How cute is this little felted Taco with a Mustache tree ornament? Answer: so darn cute. Let us make him the official Worleygig mascot of Taco Tuesday, shall we? Sure, why not. This festive little guy was spotted by me a few weeks back at NY Now summer marketplace in the booth for Ornaments 4 Orphans, a for-profit, fair trade social enterprise dedicated to providing critical support for orphans and vulnerable children in Africa. They use ethical and sustainable business practices, create jobs, fight poverty, preserve intact families, empower communities, and ultimately prevent children from becoming orphans. You can browse their huge selection of beautiful, hand-crafted ornaments, and do a bit of early holiday shopping for a good cause, at This Link!
This curious personage, with four small spindly legs supporting a visage of stunned eyes and a quizzical smirk, or handlebar moustache, offers a satiric take on the work’s grim title. Inspired by a Zuni war god sculpture that Klee saw at an ethnological museum, Mask of Fear (1932) was painted on the eve of Hitler’s assumption of power in Germany.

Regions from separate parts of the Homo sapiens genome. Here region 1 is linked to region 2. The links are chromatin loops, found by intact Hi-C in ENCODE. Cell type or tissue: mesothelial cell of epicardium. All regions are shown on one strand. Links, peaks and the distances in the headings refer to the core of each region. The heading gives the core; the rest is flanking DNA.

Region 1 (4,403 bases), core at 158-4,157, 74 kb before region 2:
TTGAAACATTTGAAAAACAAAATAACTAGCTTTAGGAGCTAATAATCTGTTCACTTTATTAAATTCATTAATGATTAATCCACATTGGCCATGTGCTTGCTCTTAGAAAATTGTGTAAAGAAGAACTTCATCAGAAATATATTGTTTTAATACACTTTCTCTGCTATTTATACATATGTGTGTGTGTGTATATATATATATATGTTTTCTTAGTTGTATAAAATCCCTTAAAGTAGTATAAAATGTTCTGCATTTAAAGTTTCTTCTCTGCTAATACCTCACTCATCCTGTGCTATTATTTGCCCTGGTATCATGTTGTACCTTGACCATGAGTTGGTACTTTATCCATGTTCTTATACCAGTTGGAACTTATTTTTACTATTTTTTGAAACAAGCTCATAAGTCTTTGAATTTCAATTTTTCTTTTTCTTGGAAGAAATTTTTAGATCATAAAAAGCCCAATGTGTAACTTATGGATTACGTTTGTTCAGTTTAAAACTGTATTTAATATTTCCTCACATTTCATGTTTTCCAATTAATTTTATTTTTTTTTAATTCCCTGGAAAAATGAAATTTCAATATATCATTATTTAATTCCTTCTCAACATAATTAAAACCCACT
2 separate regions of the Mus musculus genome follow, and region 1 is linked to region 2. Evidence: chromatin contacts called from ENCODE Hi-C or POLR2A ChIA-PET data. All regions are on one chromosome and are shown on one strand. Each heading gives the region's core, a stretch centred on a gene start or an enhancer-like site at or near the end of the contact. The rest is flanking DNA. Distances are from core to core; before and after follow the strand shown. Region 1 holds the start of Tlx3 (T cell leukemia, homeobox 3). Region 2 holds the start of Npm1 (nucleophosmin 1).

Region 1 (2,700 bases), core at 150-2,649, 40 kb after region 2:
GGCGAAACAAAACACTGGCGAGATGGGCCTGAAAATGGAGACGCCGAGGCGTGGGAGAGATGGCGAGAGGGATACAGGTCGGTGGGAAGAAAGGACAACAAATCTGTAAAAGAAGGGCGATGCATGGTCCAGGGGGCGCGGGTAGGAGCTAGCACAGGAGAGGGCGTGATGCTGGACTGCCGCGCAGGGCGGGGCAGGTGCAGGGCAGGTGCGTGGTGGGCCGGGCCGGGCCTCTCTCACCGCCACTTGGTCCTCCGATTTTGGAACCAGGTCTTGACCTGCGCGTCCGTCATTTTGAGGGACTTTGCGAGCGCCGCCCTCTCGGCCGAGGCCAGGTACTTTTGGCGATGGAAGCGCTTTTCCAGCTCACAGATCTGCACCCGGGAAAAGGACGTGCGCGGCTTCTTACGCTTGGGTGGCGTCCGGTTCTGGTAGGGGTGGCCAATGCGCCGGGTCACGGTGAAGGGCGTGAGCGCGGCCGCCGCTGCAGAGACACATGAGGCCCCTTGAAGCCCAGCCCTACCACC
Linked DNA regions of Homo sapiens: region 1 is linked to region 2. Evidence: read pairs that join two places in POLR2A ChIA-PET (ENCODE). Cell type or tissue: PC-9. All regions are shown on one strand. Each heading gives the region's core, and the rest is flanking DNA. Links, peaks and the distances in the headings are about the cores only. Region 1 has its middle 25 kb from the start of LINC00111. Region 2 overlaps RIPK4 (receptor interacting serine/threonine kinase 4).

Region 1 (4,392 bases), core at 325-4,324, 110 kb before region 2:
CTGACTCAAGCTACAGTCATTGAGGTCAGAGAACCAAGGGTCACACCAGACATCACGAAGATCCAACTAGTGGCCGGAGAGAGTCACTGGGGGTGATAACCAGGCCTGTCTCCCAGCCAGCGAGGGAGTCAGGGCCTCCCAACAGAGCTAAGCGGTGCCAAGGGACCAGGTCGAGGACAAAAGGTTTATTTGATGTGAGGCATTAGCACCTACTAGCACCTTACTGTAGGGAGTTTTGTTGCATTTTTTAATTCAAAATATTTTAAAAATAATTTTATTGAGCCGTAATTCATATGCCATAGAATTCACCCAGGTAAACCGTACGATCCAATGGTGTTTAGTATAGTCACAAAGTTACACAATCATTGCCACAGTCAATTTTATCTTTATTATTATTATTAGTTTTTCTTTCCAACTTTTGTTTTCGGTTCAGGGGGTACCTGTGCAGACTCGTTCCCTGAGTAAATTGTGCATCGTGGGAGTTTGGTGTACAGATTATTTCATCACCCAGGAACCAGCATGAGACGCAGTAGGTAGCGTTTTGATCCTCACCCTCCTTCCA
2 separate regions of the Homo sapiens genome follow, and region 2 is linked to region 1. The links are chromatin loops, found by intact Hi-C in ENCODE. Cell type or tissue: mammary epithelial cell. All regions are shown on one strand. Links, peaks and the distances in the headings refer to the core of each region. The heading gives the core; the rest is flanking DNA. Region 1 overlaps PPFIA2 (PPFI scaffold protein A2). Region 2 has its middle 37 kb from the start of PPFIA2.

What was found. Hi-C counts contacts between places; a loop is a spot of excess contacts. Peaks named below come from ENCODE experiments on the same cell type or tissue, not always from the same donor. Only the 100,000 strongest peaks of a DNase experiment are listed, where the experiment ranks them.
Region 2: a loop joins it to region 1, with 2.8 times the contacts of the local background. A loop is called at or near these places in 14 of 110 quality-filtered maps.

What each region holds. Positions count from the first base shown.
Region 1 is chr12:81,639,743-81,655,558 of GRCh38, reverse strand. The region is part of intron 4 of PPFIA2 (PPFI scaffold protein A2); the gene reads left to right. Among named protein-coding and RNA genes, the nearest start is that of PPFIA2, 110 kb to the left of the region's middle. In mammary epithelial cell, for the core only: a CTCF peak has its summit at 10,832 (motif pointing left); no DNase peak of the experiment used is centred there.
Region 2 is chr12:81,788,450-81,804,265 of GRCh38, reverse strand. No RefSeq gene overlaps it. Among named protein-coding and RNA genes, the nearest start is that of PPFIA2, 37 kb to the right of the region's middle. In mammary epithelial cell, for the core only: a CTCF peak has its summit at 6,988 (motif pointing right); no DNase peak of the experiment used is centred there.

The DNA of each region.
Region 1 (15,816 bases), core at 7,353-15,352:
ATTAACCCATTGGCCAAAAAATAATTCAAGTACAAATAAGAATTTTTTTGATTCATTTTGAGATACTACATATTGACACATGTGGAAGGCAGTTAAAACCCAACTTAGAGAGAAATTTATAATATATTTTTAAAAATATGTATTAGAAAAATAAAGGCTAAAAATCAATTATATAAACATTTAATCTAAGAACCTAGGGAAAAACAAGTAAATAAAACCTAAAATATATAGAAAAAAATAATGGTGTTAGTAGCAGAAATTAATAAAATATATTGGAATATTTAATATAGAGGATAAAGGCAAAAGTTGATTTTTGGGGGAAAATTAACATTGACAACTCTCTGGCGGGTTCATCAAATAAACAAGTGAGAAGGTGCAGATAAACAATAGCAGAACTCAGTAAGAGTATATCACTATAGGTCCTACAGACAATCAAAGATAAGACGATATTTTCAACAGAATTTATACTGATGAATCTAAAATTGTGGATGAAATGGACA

The two sets of legs suggest that two figures might be supporting, and concealed by, this monumental carnival-style mask, an arrangement that might understood in light of Klee’s assertion that “the mask represents art, and behind it hides man.”
Photographed in Museum of Modern Art in NYC.
A bunch of guys in my office that have no business trying to grow hair on their faces are doing this Grow a Mustache thing to raise awareness of male cancers. This Beard Bro movement is pretty awesome except that they all look ridiculous (see photo above), but it’s for a good cause, so maybe you want to check it out and grow a mustache yourself! Mustache!